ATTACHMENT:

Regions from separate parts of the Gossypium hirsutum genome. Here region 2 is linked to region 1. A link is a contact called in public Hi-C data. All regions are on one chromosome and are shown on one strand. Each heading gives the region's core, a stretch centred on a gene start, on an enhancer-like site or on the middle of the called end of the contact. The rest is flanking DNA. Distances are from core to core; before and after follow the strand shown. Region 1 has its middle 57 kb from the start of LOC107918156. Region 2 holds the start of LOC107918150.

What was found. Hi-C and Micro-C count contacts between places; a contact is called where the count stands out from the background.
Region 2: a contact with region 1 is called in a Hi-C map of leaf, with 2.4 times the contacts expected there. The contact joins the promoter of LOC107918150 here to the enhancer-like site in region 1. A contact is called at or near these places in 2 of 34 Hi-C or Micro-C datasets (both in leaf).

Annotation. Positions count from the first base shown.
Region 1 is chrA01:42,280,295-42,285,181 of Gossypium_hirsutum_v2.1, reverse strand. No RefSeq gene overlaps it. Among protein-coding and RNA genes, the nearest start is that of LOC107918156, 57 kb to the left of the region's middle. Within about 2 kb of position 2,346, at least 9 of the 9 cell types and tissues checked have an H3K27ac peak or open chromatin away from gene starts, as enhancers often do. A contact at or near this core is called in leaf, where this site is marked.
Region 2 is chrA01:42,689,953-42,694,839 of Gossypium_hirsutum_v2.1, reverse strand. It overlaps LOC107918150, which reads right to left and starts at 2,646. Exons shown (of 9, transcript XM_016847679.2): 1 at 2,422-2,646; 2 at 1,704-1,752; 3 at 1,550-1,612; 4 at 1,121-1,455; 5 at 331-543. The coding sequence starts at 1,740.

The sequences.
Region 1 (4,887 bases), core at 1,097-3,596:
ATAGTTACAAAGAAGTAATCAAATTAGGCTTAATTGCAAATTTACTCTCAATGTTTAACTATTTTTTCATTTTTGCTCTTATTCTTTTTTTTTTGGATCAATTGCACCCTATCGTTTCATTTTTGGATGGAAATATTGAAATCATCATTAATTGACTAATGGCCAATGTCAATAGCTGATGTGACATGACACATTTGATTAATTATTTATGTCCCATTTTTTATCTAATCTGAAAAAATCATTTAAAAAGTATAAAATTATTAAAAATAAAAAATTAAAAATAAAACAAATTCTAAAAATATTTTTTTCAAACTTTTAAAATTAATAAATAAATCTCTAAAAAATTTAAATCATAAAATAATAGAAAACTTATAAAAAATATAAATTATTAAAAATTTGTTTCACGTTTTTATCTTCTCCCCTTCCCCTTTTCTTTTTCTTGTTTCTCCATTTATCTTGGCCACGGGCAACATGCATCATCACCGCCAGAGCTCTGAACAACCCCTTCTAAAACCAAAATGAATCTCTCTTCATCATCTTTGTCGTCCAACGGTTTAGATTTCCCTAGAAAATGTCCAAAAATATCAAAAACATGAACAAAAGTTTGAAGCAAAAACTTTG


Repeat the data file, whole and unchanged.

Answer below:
Regions from separate parts of the Gossypium hirsutum genome. Here region 2 is linked to region 1. A link is a contact called in public Hi-C data. All regions are on one chromosome and are shown on one strand. Each heading gives the region's core, a stretch centred on a gene start, on an enhancer-like site or on the middle of the called end of the contact. The rest is flanking DNA. Distances are from core to core; before and after follow the strand shown. Region 1 has its middle 57 kb from the start of LOC107918156. Region 2 holds the start of LOC107918150.

What was found. Hi-C and Micro-C count contacts between places; a contact is called where the count stands out from the background.
Region 2: a contact with region 1 is called in a Hi-C map of leaf, with 2.4 times the contacts expected there. The contact joins the promoter of LOC107918150 here to the enhancer-like site in region 1. A contact is called at or near these places in 2 of 34 Hi-C or Micro-C datasets (both in leaf).

Annotation. Positions count from the first base shown.
Region 1 is chrA01:42,280,295-42,285,181 of Gossypium_hirsutum_v2.1, reverse strand. No RefSeq gene overlaps it. Among protein-coding and RNA genes, the nearest start is that of LOC107918156, 57 kb to the left of the region's middle. Within about 2 kb of position 2,346, at least 9 of the 9 cell types and tissues checked have an H3K27ac peak or open chromatin away from gene starts, as enhancers often do. A contact at or near this core is called in leaf, where this site is marked.
Region 2 is chrA01:42,689,953-42,694,839 of Gossypium_hirsutum_v2.1, reverse strand. It overlaps LOC107918150, which reads right to left and starts at 2,646. Exons shown (of 9, transcript XM_016847679.2): 1 at 2,422-2,646; 2 at 1,704-1,752; 3 at 1,550-1,612; 4 at 1,121-1,455; 5 at 331-543. The coding sequence starts at 1,740.

The sequences.
Region 1 (4,887 bases), core at 1,097-3,596:
ATAGTTACAAAGAAGTAATCAAATTAGGCTTAATTGCAAATTTACTCTCAATGTTTAACTATTTTTTCATTTTTGCTCTTATTCTTTTTTTTTTGGATCAATTGCACCCTATCGTTTCATTTTTGGATGGAAATATTGAAATCATCATTAATTGACTAATGGCCAATGTCAATAGCTGATGTGACATGACACATTTGATTAATTATTTATGTCCCATTTTTTATCTAATCTGAAAAAATCATTTAAAAAGTATAAAATTATTAAAAATAAAAAATTAAAAATAAAACAAATTCTAAAAATATTTTTTTCAAACTTTTAAAATTAATAAATAAATCTCTAAAAAATTTAAATCATAAAATAATAGAAAACTTATAAAAAATATAAATTATTAAAAATTTGTTTCACGTTTTTATCTTCTCCCCTTCCCCTTTTCTTTTTCTTGTTTCTCCATTTATCTTGGCCACGGGCAACATGCATCATCACCGCCAGAGCTCTGAACAACCCCTTCTAAAACCAAAATGAATCTCTCTTCATCATCTTTGTCGTCCAACGGTTTAGATTTCCCTAGAAAATGTCCAAAAATATCAAAAACATGAACAAAAGTTTGAAGCAAAAACTTTG